MOG Hopeful of Progress on Italian Offshore Drilling Ban

MOG Hopeful of Progress on Italian Offshore Drilling Ban

Italy-focused Mediterranean Oil and Gas is continuing to work with the Italian government to achieve a resolution of the status of its Ombrina Mare project. Speaking to Rigzone on Friday, MOG Chief Executive Bill Higgs said that there had been a number of positive developments to suggest that adjustments will be made to the offshore drilling ban that came with Italy's Legislative Decree No. 128 in the wake of the Deepwater Horizon incident.

DL 128, which came into force in August 2010, prohibited offshore exploration and production activities involving liquid hydrocarbons within five miles of the Italian coast. In addition, offshore activities within 12 miles of certain designated protected marine and coastal areas is also currently banned.
MOG's Ombrina Mare project, which contains certified P1 and P2 oil reserves of 40 million barrels as well as certified P1 and P2 gas reserves of 6.5 billion cubic feet, was affected by the decree.
"There were three positive developments in April and May – the first of which was the modification of the decree to allow the extension of existing exploration licenses and subsequently to that modification we were issued with a three-year extension to the exploration license that covers the Ombrina Mare discovery," said Higgs.
Another positive sign was Italy's prime minister in April issuing an energy statement, added Higgs. "In that energy policy statement he clearly indicates that Italy is going to have to develop all of its oil and gas assets, obviously in an environmentally prudent way, but it cannot afford not to develop all of those assets," he said.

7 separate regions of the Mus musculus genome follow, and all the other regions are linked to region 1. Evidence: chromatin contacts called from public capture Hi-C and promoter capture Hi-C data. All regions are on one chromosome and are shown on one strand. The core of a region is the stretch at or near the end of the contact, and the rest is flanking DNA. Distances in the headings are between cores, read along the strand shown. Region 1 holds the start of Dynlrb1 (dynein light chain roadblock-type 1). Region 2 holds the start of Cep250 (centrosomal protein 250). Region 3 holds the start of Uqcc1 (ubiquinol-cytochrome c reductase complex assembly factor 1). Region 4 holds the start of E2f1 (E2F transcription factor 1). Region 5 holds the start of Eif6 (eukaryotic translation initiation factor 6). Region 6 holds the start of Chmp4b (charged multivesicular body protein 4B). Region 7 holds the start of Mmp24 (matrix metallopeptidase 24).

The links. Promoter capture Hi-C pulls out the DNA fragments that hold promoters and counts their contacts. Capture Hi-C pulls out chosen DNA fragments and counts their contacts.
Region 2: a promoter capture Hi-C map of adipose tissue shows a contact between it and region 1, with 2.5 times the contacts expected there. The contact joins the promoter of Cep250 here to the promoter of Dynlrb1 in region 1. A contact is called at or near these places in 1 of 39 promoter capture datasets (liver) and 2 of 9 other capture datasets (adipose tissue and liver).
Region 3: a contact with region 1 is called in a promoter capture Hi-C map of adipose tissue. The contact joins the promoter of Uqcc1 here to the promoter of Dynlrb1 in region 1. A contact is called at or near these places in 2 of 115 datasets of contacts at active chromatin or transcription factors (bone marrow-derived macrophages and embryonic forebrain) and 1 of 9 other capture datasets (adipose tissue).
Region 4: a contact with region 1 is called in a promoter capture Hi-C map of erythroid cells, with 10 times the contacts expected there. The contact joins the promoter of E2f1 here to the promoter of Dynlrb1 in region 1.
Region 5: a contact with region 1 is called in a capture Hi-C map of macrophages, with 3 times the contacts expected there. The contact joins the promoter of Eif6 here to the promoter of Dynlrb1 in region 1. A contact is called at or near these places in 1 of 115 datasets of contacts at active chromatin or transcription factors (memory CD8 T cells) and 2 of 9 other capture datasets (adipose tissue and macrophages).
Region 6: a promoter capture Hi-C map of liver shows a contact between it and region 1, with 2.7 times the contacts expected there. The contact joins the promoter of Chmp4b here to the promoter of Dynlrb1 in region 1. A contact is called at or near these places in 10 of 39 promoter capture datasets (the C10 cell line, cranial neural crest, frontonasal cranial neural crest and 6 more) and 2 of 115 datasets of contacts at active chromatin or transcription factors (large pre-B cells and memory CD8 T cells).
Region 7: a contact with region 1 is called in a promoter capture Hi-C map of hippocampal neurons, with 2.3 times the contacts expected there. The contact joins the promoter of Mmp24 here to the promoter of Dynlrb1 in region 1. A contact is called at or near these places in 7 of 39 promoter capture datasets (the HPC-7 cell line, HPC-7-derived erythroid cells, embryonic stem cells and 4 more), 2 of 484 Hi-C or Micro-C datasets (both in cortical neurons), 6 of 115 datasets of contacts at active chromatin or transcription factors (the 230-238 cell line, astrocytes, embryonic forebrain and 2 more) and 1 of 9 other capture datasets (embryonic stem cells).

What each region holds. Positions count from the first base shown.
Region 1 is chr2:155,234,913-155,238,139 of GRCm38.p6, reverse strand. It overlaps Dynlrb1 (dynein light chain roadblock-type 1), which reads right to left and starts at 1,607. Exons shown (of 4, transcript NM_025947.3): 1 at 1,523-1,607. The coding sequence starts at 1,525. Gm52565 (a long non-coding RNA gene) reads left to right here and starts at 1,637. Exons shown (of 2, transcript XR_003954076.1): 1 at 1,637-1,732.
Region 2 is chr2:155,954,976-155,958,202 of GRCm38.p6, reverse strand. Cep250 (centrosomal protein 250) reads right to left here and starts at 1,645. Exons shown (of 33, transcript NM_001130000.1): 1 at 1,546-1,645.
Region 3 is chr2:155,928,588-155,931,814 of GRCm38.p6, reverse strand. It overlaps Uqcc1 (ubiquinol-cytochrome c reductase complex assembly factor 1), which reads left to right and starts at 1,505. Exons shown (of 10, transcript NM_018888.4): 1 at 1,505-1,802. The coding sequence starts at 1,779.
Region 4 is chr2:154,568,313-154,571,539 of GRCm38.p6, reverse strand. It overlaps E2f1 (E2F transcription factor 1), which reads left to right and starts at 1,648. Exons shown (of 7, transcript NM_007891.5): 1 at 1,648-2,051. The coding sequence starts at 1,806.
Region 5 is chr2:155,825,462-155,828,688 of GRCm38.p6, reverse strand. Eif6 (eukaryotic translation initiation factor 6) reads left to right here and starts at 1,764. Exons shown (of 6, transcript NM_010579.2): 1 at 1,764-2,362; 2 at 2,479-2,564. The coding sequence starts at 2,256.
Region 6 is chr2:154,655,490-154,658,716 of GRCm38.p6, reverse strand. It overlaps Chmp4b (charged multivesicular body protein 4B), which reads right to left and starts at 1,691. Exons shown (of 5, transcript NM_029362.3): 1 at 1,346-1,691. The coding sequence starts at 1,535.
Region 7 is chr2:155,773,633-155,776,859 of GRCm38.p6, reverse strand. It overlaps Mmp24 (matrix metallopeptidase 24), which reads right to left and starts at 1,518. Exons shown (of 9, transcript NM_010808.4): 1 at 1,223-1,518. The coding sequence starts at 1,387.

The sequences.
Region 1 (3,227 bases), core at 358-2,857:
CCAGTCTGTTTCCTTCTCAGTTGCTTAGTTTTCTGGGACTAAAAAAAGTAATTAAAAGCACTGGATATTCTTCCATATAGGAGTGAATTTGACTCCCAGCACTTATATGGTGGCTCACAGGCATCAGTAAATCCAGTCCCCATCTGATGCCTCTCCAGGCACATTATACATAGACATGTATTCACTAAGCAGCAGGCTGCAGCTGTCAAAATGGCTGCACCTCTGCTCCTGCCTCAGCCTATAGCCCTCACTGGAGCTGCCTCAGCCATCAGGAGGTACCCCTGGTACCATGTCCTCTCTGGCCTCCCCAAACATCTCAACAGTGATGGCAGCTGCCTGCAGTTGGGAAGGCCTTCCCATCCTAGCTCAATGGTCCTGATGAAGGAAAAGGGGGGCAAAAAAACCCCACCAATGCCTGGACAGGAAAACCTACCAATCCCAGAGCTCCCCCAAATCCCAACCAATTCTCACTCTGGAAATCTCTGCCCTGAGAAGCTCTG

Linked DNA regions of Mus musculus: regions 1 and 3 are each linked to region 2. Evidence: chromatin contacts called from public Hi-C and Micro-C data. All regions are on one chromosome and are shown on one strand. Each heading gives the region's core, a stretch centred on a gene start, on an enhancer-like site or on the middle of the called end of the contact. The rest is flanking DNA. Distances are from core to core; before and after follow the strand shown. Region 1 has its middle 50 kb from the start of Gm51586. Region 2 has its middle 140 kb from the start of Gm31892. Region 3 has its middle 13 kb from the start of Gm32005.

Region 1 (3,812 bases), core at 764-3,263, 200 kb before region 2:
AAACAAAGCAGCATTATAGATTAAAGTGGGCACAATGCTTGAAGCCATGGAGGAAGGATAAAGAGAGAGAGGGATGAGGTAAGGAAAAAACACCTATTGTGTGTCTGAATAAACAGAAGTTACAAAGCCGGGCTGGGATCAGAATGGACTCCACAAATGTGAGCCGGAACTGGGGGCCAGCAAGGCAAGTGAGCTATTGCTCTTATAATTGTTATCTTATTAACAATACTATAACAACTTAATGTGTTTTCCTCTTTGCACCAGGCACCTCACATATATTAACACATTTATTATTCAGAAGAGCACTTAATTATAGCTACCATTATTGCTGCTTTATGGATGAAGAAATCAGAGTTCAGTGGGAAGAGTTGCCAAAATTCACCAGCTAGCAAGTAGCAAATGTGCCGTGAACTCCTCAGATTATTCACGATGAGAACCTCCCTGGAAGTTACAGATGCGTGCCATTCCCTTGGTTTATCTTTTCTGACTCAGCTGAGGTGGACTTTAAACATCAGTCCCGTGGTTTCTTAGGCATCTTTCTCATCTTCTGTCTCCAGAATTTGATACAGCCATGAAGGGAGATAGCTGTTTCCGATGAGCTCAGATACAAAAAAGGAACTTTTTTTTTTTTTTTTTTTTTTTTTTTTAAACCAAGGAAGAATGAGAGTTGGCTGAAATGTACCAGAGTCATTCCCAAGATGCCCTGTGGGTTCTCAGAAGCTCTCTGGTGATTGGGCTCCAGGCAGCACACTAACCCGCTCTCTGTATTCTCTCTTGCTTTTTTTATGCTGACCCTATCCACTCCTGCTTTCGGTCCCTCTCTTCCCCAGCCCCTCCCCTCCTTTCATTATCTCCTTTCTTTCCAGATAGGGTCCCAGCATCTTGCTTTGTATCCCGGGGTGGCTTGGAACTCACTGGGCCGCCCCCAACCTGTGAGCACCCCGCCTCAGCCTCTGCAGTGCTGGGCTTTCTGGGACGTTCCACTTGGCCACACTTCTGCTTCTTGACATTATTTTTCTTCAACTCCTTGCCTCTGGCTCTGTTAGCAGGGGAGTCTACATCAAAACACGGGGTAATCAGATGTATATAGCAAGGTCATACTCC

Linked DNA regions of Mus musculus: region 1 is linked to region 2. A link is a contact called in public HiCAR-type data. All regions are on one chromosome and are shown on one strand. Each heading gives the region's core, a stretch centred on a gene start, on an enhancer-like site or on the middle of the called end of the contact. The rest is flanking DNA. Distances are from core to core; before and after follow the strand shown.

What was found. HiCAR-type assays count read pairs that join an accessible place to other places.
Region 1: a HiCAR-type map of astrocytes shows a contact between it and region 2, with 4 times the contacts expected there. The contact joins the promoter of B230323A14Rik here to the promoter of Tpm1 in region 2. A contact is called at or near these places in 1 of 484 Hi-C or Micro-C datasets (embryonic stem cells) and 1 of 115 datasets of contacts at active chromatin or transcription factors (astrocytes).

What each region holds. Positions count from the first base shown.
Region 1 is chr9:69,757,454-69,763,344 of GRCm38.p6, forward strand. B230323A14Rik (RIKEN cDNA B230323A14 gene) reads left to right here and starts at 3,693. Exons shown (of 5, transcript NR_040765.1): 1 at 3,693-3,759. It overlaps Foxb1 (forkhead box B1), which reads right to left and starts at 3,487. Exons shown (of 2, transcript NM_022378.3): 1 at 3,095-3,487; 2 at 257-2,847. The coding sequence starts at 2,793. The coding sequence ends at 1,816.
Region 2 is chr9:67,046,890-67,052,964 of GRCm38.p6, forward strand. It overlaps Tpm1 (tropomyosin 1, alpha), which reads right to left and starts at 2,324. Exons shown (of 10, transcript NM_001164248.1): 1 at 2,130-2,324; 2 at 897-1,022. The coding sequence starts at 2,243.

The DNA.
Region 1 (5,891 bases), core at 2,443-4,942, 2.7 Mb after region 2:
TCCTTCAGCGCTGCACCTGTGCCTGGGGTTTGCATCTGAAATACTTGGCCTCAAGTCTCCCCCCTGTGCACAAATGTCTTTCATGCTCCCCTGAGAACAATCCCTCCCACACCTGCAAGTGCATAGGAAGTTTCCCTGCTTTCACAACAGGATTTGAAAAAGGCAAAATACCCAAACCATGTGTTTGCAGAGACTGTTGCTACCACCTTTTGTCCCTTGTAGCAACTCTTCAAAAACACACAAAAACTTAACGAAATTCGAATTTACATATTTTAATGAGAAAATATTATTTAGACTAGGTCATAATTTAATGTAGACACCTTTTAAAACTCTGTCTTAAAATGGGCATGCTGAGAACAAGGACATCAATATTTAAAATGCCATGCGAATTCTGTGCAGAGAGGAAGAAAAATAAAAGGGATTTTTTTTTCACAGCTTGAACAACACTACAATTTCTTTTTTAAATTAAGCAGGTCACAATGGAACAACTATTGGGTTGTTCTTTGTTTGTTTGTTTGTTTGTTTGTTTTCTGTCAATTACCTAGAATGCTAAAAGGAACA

"We do continue to meet and talk with the various representatives of the key authorities. I met with the senior undersecretary for the Minister of Economic Development in Rome last Friday night… and we continue to get very positive signals from them that they want to resolve this issue in a positive way to enable Ombrina Mare to go ahead," continued Higgs.
"We've spent EUR 23 million on Ombrina Mare and we're not going to, at the end of the day, just walk away from that," said Higgs – who stressed that the firm is not trying to build a company based on the Ombrina Mare asset alone, pointing out that MOG has several onshore assets in Italy.

A former engineer, Jon is an award-winning editor who has covered the technology, engineering and energy sectors since the mid-1990s. Email Jon at


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capicar | May. 28, 2012
Hope the development will go ahead as there some couple of good years of work there.

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